At Second Reading and in Committee, there were widely held concerns about the concept of a single individual with this very strong responsibility for policing matters. The vote in Committee essentially removed from the Bill the principle of police and crime commissioners. The Committee voted in that way because of the fear of having a single individual with responsibility for such an important area of public life, an area where the police have such powerful responsibilities over the liberty of the citizens of this country and over the way in which the citizens of this country operate. That is the core of the concerns that have been expressed from many corners of your Lordships’ House.You could argue that we have solved the problem. By the amendment proposed by the noble Baroness, Lady Harris of Richmond, and agreed in Committee, there will not be a single directly elected individual. However, I am mindful of what the Minister said repeatedly in Committee—that the Government are determined to reinstate that principle. If the Minister wants to stand up and tell me that the Government have changed their mind and have suddenly realised that the House of Lords was right on this point, I might consider withdrawing this amendment, but if, as seems likely, the Government intend to reverse the House of Lords position on this and bring back to this House proposals for a single individual with those extraordinary powers over policing and with the police having such extraordinary powers over the citizen, we need something that looks at these matters. In fact, I submit that even if the Government were to accept the position taken by the House of Lords in Committee, there would still be value in having non-executive members around the police and crime commission to bring to the deliberations of the commission expertise and independent-minded judgment. However, given that the Government intend to reverse that position, this amendment is essential.Amendment 20 relates to the position in London. There are no changes, so far, to the position in London. We will have a single elected individual—the Mayor of London—who will delegate some of his functions to the deputy mayor for policing and crime.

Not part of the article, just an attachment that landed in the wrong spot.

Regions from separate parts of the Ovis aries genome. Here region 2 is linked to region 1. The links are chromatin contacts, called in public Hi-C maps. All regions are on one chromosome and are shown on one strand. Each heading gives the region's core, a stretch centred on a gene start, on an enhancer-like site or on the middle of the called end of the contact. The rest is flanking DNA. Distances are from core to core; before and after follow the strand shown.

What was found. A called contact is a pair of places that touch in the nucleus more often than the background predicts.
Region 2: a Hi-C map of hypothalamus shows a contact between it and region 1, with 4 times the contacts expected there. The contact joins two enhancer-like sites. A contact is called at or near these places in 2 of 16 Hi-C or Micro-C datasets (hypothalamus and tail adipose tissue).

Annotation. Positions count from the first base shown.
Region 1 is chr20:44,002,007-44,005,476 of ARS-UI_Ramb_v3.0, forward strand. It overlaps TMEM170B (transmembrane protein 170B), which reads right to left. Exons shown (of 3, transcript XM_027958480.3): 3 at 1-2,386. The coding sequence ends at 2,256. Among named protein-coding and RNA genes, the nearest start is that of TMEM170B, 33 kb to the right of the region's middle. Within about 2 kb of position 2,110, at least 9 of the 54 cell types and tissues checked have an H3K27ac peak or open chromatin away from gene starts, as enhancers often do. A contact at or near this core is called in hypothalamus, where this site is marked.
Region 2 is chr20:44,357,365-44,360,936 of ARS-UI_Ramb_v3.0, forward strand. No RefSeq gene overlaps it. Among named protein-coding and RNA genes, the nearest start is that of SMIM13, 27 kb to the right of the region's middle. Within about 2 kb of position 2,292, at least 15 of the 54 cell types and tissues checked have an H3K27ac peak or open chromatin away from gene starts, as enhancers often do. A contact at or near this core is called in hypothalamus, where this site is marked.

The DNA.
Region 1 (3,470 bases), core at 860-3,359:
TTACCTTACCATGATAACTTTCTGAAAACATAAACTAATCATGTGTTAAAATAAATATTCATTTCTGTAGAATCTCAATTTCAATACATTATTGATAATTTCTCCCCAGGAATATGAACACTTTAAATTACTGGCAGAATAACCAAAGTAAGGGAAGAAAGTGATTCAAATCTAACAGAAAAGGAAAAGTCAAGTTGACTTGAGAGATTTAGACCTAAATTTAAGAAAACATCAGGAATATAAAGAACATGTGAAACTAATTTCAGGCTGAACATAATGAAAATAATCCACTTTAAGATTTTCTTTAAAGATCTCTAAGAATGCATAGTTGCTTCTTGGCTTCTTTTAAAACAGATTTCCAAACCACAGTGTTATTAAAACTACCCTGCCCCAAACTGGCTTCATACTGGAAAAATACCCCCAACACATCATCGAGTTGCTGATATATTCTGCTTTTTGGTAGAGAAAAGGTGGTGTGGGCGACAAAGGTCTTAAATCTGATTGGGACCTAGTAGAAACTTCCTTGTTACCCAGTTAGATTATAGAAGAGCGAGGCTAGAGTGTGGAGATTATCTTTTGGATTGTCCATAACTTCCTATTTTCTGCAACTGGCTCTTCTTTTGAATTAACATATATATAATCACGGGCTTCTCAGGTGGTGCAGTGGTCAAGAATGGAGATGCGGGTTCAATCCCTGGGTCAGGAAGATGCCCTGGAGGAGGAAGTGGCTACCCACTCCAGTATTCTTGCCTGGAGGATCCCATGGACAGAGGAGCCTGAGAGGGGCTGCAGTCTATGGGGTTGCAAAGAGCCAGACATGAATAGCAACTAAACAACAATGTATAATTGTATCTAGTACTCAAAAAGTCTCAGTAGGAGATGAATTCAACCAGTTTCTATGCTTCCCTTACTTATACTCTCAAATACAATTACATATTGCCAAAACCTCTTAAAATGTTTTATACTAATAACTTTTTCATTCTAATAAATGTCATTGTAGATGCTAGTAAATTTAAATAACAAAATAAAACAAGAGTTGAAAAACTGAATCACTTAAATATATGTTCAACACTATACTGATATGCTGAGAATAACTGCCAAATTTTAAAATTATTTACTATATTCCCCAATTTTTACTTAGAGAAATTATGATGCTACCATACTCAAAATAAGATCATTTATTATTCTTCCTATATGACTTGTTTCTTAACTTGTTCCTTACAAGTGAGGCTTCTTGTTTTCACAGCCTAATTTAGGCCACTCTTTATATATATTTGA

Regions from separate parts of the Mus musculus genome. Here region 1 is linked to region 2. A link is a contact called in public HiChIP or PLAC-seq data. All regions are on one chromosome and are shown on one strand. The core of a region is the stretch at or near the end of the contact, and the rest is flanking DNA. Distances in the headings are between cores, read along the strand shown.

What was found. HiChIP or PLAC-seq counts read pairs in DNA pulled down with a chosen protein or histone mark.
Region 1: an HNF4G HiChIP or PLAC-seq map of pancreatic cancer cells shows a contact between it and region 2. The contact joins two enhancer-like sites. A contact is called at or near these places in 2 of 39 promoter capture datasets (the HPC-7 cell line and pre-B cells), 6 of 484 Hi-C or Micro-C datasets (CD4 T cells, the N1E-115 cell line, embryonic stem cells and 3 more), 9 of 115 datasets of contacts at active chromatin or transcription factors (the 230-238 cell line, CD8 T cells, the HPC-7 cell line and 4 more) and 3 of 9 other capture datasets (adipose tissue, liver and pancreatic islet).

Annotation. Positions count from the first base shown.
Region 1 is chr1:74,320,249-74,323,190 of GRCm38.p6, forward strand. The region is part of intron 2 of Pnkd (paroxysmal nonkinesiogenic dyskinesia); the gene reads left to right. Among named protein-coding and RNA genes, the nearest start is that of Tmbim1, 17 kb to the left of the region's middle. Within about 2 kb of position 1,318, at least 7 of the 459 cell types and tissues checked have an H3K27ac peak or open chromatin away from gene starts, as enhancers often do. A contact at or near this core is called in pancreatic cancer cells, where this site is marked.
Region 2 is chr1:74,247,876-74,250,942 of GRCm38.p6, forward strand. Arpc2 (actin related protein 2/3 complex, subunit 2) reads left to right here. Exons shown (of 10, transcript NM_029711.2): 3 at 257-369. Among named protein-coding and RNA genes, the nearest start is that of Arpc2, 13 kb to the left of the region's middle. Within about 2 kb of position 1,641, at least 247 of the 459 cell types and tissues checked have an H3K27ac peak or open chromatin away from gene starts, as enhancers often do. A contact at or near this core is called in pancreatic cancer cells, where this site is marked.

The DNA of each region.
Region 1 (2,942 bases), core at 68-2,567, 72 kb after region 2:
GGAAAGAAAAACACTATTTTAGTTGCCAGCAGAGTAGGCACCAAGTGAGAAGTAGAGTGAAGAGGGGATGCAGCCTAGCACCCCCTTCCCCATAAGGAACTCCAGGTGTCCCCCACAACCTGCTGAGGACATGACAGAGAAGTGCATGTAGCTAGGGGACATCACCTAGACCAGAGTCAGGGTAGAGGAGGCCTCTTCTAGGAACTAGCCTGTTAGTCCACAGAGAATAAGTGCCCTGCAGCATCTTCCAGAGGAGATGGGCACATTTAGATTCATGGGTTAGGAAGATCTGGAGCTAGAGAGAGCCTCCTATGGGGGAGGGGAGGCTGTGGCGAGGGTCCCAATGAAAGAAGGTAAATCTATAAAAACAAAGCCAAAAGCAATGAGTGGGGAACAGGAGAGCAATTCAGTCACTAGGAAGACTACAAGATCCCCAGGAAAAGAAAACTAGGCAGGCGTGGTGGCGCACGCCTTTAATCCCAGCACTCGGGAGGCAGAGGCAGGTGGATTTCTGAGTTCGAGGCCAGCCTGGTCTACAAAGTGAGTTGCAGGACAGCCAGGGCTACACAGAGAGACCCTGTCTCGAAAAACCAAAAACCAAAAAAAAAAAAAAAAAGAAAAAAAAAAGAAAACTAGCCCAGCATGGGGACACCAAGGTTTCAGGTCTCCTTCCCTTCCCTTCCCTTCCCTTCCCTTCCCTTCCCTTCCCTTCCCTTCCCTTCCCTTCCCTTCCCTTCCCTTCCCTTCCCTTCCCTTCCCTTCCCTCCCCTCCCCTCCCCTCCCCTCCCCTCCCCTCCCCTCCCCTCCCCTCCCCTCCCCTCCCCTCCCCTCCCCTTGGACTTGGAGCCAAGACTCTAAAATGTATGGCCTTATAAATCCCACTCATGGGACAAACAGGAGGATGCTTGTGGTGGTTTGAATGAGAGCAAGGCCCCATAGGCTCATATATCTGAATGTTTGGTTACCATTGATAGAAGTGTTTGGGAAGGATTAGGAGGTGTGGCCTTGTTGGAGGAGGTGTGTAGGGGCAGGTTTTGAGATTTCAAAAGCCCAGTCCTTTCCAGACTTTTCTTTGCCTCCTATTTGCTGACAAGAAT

In the circumstances in which we are to have single individuals with these responsibilities, there has to be a governance structure around them. I think there is consensus among your Lordships about the value of a collegiate approach and robust and strong governance. The amendment is not about going back to police authorities. It is not about creating some new bureaucratic structure. It is not even about going to the appointed boards that the noble Lord, Lord Carlile, coruscated earlier in our discussions today. It is about good governance. It is about making sure that decisions are taken properly and transparently so that these single individuals cannot be subjected to criticism that they have acted in a wilful or inappropriate way. It says that on key financial matters, key personnel matters and on matters perhaps relating to equalities, they must act with the support of a group of non-executives who would be appointed for this purpose.Non-executives appointed in the way that I have suggested in my amendment would provide the public with an assurance that good governance was being followed. It would provide a mechanism by which you could make sure that those decisions were taken in a sound and proper way. It would also deal with what I suspect will be one of the issues. If you look forward to May 2012, when the Government hope that the first directly elected police commissioners will be elected, you will have elected individuals with an enormous personal mandate. The only person in the country with a larger personal mandate—I do not want to get into double entendres here—will be the Mayor of London. They will be the biggest political beasts in their regions. The elected police and crime commissioner for the West Midlands will be chosen by an electorate of more than 2 million people and will have a bigger mandate than a directly elected mayor of Birmingham, should such a creature come to exist following the passage of the Localism Bill. Those individuals may think that they can walk on water, I do not know. I hesitate to make such a remark in the presence of the Bishops’ Bench. However, we are back to the principle of being reminded that you are human, the way that Roman emperors had to have someone around them just to remind them of their human responsibilities. When I was the leader of a local authority—I was not directly elected by the people of the borough; it required endless arcane processes within the Labour Party before I ended up as leader—I did have tremendous authority within my local council. Sometimes I came up with ideas that were perhaps not as sensible as they might have been. My problem was that the officers of my authority would say, “Yes, Leader, it will be done tomorrow”. What I actually wanted were officers who would say, “You are out of your tiny mind, Leader, have you not thought about the following? What about the implications of this? You do realise that there are going to be the following unintended consequences”. The danger of having a single elected individual with a personal mandate bigger than that of any local authority person or Member of Parliament is who will say to them, “Hang on, just think about this, think again, consider it”? Or, “Let us just go through a proper, transparent process for making this decision”. That is what creating a small board of non-executives would provide: that safeguard and those circumstances in which that challenge and proper governance can take place. It does not undermine the principle that the Government are trying to achieve. That is not the intention. It is simply trying to provide robust good governance.Actually, it is a principle that I thought the government parties endorsed in other contexts. The Conservative Party in the past brought forward the Cadbury report and saw the value of non-executive directors in the private sector. The principle is established in the health service. I understand that one of the arguments that is still going on—in so far as anyone can follow the minutiae of the debate on health—is the extent of the involvement of external boards in some new health structures. The report reviewing the position of the Children’s Commissioner—a rare example of a corporation sole—recommended a small non-executive board to support the commissioner’s activities and enable good governance. This is somebody saying, “I am in this position but I would like some effective systems of governance around me”. That is why this is so important.It also helps mitigate some of the problems with politicisation that are seen as potentially causing difficulty. I have seen circumstances involving the much maligned outgoing police authorities where the independent members have sometimes said to the political members, “Come on, hold on, let us not be political about this—let us just look at this in terms of the interests of the public of this area and good policing in this area”. So it helps deal with that. It provides some of the checks and balances that Members of your Lordships’ House are so keen to see enshrined in this Bill. It provides a mechanism whereby additional expertise can be brought in. A police and crime commissioner or the Mayor’s Office for Policing and Crime may want, for a specific purpose, someone with extensive external experience of human resources questions or particular types of financial management. Bringing in that expertise is the capacity that would be created. It provides resilience and a support mechanism to enable the enormous task that the Government want to place on these individuals to be carried out. It also provides a mechanism whereby that work can be carried on.The amendment provides for robust good governance and some collegiate elements to decisions where it would be dangerous and difficult for an individual to act on his or her own. If it is the Minister’s intention to tell us, “Well, actually, there is nothing in this Bill that prevents it happening”, I would say one thing. No, there is nothing in the Bill that prevents it happening, and I am sure that plenty of sensible elected police and crime commissioners would want to do that. But it would be precisely those police and crime commissioners who do not think that they need that sort of external support—those independent non-executives around them—who will be the ones who cause us problems in the future because of potentially wilful or maverick decisions. That is why this is so important. I beg to move.”